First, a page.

Weeping willow origin

The weeping willow (Salix babylonica) is a deciduous tree and belongs to the willow family. It is native to Europe, North Africa and Western Asia and is found in many different climates. The weeping willow reaches a height of up to 20 m and is known for its long, slender branches and its long, floppy appearance. It is a popular plant in parks and gardens.

In many cultures, it was revered as a sacred tree and planted in holy sites. In Greek mythology, the weeping willow was associated with the god Dionysus. Dionysus was the god of wine, fertility and ecstasy. The weeping willow was often planted in vineyards because its wood was used to make wine containers. The weeping willow was also seen as a symbol of the transience and changeability of life. In mythology, it was often used as a weeping tree because it was easy to cut and shape and its branches withered quickly.

The weeping willow is a monoecious tree that produces both male and female flowers. Flowers appear in May. The leaves of the weeping willow are long, narrow, and glossy. They are curved in shape and grow on long stems. The length of the leaves can range from 5 to 20 cm, depending on the species. The fruits of the weeping willow are capsular fruits that appear in long, slender, cylindrical capsules that hang in clusters from the branches. The capsules are about 2 to 4 cm long and contain several seeds. When immature, the capsules are green and turn brown when ripe. The seeds are small and have a narrow, flat shape. They are enclosed in the capsule and are dispersed by the wind when the capsules burst.

Weeping willow flowers

Care and location of the weeping willow

Weeping willows prefer moist and nutrient-rich soil, preferably in a location with a good water supply, such as near ponds or streams. They can thrive in full sunlight or shade, but they are more susceptible to fungal diseases and pests when grown in shade. The soil should be well-drained to prevent waterlogging.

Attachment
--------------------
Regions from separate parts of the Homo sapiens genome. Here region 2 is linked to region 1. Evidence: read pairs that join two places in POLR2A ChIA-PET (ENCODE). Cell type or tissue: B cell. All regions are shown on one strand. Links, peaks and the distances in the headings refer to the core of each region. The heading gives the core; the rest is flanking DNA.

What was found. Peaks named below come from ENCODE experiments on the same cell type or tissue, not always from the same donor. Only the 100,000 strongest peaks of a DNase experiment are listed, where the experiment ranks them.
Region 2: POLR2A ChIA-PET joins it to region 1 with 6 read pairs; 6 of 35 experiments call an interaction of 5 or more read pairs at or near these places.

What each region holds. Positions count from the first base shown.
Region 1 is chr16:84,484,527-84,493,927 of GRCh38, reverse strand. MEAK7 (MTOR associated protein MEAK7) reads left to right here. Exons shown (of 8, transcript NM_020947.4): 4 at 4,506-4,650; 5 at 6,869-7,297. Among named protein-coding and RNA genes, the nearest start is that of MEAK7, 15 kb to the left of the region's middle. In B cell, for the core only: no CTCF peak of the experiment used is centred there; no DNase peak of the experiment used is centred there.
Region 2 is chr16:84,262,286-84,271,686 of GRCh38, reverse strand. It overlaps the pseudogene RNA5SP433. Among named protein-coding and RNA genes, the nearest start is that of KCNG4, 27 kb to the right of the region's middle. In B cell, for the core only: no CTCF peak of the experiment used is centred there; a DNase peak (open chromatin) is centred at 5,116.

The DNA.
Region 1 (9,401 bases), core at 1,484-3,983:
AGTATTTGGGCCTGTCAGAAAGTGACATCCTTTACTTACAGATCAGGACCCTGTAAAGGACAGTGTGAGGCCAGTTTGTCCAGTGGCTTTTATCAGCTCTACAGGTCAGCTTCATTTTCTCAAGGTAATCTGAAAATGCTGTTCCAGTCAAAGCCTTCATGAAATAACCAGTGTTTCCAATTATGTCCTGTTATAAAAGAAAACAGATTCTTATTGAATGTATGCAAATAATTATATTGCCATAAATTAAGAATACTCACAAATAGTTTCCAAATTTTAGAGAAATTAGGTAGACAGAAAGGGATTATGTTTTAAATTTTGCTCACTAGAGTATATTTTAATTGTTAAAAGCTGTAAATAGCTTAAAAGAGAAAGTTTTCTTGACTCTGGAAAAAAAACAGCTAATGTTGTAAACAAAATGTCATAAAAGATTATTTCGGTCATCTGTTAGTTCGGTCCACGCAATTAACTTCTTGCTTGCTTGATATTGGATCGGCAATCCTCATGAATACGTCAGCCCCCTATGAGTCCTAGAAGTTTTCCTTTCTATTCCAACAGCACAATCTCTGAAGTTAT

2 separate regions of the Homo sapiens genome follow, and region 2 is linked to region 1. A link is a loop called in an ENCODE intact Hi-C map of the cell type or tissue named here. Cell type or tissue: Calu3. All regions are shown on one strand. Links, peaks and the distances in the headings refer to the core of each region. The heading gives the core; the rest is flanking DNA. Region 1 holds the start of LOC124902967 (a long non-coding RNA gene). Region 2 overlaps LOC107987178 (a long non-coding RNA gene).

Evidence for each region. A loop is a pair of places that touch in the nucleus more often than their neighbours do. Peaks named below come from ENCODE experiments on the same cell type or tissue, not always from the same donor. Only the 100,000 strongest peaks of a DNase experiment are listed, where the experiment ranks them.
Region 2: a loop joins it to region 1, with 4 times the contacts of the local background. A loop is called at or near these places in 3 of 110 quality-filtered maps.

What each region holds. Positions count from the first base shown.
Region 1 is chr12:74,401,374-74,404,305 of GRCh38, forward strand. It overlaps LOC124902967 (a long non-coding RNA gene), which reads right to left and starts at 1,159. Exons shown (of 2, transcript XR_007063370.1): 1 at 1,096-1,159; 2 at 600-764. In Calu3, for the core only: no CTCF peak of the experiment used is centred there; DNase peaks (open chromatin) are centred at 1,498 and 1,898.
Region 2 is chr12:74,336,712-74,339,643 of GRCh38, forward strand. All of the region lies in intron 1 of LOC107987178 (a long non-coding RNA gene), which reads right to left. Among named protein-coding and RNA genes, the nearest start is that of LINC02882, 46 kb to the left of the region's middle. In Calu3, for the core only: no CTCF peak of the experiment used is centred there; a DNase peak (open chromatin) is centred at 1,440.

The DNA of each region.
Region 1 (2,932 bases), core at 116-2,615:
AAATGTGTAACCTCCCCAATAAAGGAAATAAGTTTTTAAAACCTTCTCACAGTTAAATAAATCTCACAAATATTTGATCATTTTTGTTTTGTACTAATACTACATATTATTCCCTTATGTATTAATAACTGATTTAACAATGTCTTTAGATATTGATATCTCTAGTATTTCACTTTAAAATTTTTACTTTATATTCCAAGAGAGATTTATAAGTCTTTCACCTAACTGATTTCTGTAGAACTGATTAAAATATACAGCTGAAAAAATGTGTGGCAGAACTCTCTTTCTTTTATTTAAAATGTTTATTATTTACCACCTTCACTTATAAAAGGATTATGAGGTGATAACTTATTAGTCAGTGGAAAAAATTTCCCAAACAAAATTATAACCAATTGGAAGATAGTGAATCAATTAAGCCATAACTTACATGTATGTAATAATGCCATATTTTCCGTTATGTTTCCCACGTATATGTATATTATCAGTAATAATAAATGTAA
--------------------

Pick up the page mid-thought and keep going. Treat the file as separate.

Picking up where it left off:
Cutting the weeping willow

The weeping willow does not need to be pruned regularly, but targeted pruning can rejuvenate the plant and influence its growth form. The best time for pruning is in winter or spring before the new shoots sprout. Old and diseased branches are removed.

Watering weeping willow

The water requirements of the weeping willow depend on various factors such as age, size, soil and climate. Rising temperatures and increasing dryness can put the weeping willow under stress. Depending on the location and the climatic situation, it may be necessary to water the weeping willow more frequently during dry periods and on days with full sun than in previous years. The weeping willow has a higher water requirement than other shrubs and trees and the soil should never dry out completely. The weeping willow should be watered with a larger amount of water instead of watering it several times in small amounts. As a guideline, a watering requirement of 75 to 100 liters and for older trees 150 to 200 liters per watering should be estimated. When watering with a garden hose, a large part of the water seeps into the soil or evaporates before it can be absorbed by the roots.
With tree bath watering bags is watered more efficiently and water is saved at the same time. The watering bags from baumbad have two small holes that release the water evenly and over several hours as drip irrigation into the soil. This leads to even moisture in the soil, which means that the roots near the surface also absorb the water well. The watering bag also covers the soil and thus prevents the water from evaporating. With a baumbad watering bag, young trees are supplied with sufficient water. To water existing trees with a larger trunk diameter, two or three watering bags can be connected to one another using zip fasteners.

Fertilizing weeping willow

The weeping willow does not require regular fertilization, as it usually grows in wetlands and can absorb nutrients from the soil. However, in very dry and nutrient-poor soils, it can be beneficial to occasionally feed the plant with an organic fertilizer such as compost or horn shavings. A layer of mulch will help keep the soil moist and prevent weed growth. Care should be taken not to apply mulch directly to the trunk of the weeping willow. This can lead to fungal or mold problems that can damage the trunk of the tree.

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